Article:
The oligarchs and security services on whose behalf Putin rules were the architects of the restoration of capitalism in the late 1980s and 1990s. The Stalinist bureaucracy, increasingly frustrated by the limitations on its power and privileges and frightened by the growth of opposition in the Russian working class, transformed itself into a new ruling class by stealing the wealth built up during the Soviet period and liquidating whatever remained of the conquests of the Russian Revolution.
This counterrevolution was hailed by the bureaucracy as not only a new form of “social justice,” but the starting point, in the words of Soviet leader Mikhail Gorbachev, of a new era of “co-development, co-creation, and cooperation.” In 1990, speaking before the last Congress of the Soviet Communist Party, Gorbachev declared that “inclusion of our national economy in the world economy is necessary… for the construction, in conjunction with other peoples, of the material foundations for an irreversibly peaceful period of history and for the solution of mankind’s global problems.”
This has all proven to be delusional. In reality, Washington views Russia as an intolerable obstacle in the way of its exploitation of and control over Eurasia. The ruling elite in Moscow is now confronting the consequences of its own stupidity and blindness.
Despite Putin’s efforts to portray Washington’s policies after the Cold War as some sort of unforeseeable and unexpected betrayal of the principles of world peace and equality among nations, the actions of the United States were entirely predictable. As Leon Trotsky, the co-leader with Lenin of the Russian Revolution and leader of the socialist opposition to Stalin, noted in 1929, “A capitalist Russia could not now occupy even the third-rate position to which czarist Russia was predestined by the course of the world war. Russian capitalism today would be a dependent, semi-colonial capitalism without any prospects. Russia Number 2 would occupy a position somewhere between Russia Number 1 and India.
In the face of this impossible situation, the Kremlin attempts to shore up its rule by appealing to nationalism and populism. Denouncing “ideological ideas that… are destructive to cultural and national identity” in his Valdai Club speech, the Russian president went on to advocate for Russia’s “identity, freedom and independence.” He called national sovereignty “the central notion of the entire system of international relations.”
The “sovereignty” demanded by Putin is the sovereign right of Russian capitalism to exploit its own population. Like right-wing political figures in the US, France, Britain and elsewhere, he attempts to harness popular anger over disastrous economic conditions and channel it in a nationalist direction.
Putin presides over a society with extremely high levels of social inequality and rising discontent. Some 36 percent of Russian households cannot meet essential living expenses, and the statistical agency VTsIOM has recorded a massive drop in popular support for the government, falling to just 26 percent, the lowest level in five years.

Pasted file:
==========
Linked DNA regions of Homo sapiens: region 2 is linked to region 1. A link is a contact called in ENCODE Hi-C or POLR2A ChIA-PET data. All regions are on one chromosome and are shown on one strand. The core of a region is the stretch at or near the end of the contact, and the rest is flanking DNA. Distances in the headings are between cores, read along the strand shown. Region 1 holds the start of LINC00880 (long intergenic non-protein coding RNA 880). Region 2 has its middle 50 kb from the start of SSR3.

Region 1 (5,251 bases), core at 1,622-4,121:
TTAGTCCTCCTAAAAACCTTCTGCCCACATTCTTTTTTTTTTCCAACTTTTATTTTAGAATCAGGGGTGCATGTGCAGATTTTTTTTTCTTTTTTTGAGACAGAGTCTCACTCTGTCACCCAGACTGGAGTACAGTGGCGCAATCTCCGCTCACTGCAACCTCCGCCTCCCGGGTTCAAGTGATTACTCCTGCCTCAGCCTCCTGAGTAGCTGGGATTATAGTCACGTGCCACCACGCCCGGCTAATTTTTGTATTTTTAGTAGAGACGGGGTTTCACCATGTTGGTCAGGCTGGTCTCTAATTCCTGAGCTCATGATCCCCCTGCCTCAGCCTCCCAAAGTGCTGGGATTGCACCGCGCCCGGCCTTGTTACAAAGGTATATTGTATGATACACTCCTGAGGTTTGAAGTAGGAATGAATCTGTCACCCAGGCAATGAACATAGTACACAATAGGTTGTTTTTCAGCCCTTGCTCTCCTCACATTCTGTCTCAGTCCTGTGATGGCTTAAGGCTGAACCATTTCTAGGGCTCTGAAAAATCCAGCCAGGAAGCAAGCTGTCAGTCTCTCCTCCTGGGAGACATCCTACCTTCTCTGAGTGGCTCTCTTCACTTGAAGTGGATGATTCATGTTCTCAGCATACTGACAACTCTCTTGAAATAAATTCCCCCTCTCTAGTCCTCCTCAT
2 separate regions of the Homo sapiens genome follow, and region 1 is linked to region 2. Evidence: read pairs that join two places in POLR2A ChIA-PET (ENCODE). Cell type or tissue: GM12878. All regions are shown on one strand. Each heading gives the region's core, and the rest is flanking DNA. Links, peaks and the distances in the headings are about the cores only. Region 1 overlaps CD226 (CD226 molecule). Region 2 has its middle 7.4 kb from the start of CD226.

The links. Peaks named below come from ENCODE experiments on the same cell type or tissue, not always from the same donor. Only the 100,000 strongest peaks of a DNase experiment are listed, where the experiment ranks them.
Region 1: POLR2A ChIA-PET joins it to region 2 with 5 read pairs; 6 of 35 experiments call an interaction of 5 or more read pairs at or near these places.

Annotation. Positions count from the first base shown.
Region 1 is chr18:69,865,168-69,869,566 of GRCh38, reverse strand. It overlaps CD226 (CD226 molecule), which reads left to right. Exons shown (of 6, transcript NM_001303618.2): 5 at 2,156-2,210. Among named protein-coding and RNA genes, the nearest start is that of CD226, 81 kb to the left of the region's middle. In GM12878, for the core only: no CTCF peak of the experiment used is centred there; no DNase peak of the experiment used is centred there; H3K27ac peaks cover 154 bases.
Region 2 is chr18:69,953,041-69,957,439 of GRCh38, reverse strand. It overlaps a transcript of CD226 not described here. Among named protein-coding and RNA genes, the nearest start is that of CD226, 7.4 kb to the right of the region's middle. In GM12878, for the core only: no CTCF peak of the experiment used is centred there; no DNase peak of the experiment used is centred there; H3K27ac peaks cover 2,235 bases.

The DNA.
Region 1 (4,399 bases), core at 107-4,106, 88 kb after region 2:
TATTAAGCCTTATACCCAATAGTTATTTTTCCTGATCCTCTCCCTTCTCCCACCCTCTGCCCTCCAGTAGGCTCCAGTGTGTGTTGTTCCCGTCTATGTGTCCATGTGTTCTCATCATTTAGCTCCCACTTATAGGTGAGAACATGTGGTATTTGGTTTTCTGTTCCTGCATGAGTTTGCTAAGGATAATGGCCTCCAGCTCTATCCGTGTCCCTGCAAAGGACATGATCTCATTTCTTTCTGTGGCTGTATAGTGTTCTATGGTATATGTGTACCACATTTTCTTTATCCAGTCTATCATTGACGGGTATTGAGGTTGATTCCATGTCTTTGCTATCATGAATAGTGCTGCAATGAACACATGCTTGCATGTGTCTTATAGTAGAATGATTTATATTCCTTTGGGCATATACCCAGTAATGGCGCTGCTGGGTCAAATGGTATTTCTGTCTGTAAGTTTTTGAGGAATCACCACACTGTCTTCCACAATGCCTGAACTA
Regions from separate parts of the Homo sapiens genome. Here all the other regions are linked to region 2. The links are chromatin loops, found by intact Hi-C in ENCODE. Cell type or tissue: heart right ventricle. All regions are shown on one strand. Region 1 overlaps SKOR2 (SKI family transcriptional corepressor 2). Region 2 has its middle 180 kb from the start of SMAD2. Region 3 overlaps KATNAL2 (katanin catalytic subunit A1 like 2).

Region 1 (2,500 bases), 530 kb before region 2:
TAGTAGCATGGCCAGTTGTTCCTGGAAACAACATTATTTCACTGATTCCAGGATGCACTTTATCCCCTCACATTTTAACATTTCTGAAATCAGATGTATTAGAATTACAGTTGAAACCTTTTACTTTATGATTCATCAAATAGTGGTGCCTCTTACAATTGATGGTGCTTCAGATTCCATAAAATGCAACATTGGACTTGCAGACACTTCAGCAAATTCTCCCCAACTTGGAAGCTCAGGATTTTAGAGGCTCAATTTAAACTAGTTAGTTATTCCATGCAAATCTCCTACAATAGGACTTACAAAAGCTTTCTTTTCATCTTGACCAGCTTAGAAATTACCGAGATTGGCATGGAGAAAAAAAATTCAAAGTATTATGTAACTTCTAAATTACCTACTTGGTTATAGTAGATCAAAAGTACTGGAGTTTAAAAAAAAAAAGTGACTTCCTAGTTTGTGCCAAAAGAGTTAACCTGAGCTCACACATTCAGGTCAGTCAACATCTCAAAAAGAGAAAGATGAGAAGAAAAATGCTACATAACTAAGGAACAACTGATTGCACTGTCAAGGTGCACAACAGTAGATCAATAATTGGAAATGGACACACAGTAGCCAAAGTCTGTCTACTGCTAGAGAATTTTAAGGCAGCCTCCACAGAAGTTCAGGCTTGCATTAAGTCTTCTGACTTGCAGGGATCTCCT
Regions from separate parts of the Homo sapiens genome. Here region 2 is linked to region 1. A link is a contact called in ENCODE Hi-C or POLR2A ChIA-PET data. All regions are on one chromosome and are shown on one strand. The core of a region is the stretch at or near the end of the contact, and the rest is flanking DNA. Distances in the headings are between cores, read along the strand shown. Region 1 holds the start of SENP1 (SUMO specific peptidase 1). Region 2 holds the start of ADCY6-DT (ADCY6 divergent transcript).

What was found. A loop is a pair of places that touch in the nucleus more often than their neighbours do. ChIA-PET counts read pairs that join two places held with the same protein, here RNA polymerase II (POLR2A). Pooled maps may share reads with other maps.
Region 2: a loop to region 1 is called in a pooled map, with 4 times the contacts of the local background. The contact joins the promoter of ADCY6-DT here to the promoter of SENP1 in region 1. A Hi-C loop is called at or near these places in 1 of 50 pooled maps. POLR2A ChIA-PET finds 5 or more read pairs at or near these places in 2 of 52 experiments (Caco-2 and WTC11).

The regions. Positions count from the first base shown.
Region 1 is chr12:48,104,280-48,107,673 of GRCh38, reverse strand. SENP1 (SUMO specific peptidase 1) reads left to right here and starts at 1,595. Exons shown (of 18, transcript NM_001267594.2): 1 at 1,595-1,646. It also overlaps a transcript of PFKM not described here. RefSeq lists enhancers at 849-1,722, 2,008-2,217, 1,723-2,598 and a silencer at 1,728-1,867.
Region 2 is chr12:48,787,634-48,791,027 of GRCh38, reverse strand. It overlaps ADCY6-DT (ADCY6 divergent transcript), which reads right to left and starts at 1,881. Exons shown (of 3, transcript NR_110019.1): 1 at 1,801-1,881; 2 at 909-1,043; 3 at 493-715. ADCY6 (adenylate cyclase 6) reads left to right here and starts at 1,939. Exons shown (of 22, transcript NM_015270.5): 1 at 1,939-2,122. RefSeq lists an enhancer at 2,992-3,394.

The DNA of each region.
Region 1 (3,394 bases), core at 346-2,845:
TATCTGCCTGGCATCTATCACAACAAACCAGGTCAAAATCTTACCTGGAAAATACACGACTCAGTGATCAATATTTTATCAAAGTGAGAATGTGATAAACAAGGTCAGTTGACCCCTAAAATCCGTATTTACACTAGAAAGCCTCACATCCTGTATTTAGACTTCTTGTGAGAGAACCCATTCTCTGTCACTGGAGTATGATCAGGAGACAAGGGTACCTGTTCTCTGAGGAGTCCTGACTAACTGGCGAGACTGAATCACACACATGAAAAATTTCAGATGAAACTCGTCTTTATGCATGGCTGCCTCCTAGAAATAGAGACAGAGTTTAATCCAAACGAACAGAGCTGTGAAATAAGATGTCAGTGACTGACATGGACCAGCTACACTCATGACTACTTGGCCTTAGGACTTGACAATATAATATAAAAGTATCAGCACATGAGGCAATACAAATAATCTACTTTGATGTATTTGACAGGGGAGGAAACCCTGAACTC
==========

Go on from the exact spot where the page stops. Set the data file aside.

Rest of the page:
The Kremlin vacillates between seeking an accommodation with the US, issuing impotent appeals to the United Nations, and carrying out military adventures.
Having referred throughout his speech to his “partners” in the West, Putin declared: “It is my firm belief that we can overcome these threats and challenges only by working together on the solid foundation of international law and the United Nations Charter. Today it is the United Nations that continues to remain an agency that is unparalleled in representativeness and universality, a unique venue for equitable dialogue.”
Within less than 24 hours of these remarks, Russia was voted off the United Nations Human Rights Council in a historically unprecedented move. The action was part of the US-led effort to criminalize Russia and the Putin regime for its intervention in Syria in support of the government of Syrian President Bashar al-Assad. The efforts of Washington to bring down the regime in Damascus and install a puppet government have been frustrated by Moscow’s military intervention, which began in September of 2015.
The Russian-backed Syrian government offensive in Aleppo threatens to dislodge from the city’s eastern sector the anti-Assad Al Qaeda-linked Islamist forces that have been armed and supported by the CIA and Washington’s regional allies, including Saudi Arabia, Qatar and Turkey. In the face of an impending major defeat for the US-backed “rebels,” Washington is spearheading a propaganda campaign to brand Russia as a “rouge state” and accuse it of war crimes.
While the UN obligingly voted Russia off of its fraudulently named Human Rights Council, it reelected the despotic Saudi regime, which earlier this month added to its human slaughter in Yemen by killing upwards of 140 civilians in the bombing of a funeral in that nation’s capital.
The criminal character of the Putin regime and its policies was highlighted in last week’s speech in Sochi by the Russian president’s pleas for the US to join in a more effective “anti-terror” campaign and his citing of Israel as a model for the conduct of such an enterprise.
The Kremlin regards Russia’s nuclear arsenal as its ultimate tool of defense. The prospect of a “hot” war is now regularly discussed in the Russian media. Continuing a policy that was begun in 2012, at the start of October the Putin regime held civil defense drills involving 40 million people, including 200,000 rescue personnel. Nothing could be more expressive of the dead end of Russian capitalism than the fact that its last line of defense is its ability to incinerate masses of people in a nuclear holocaust.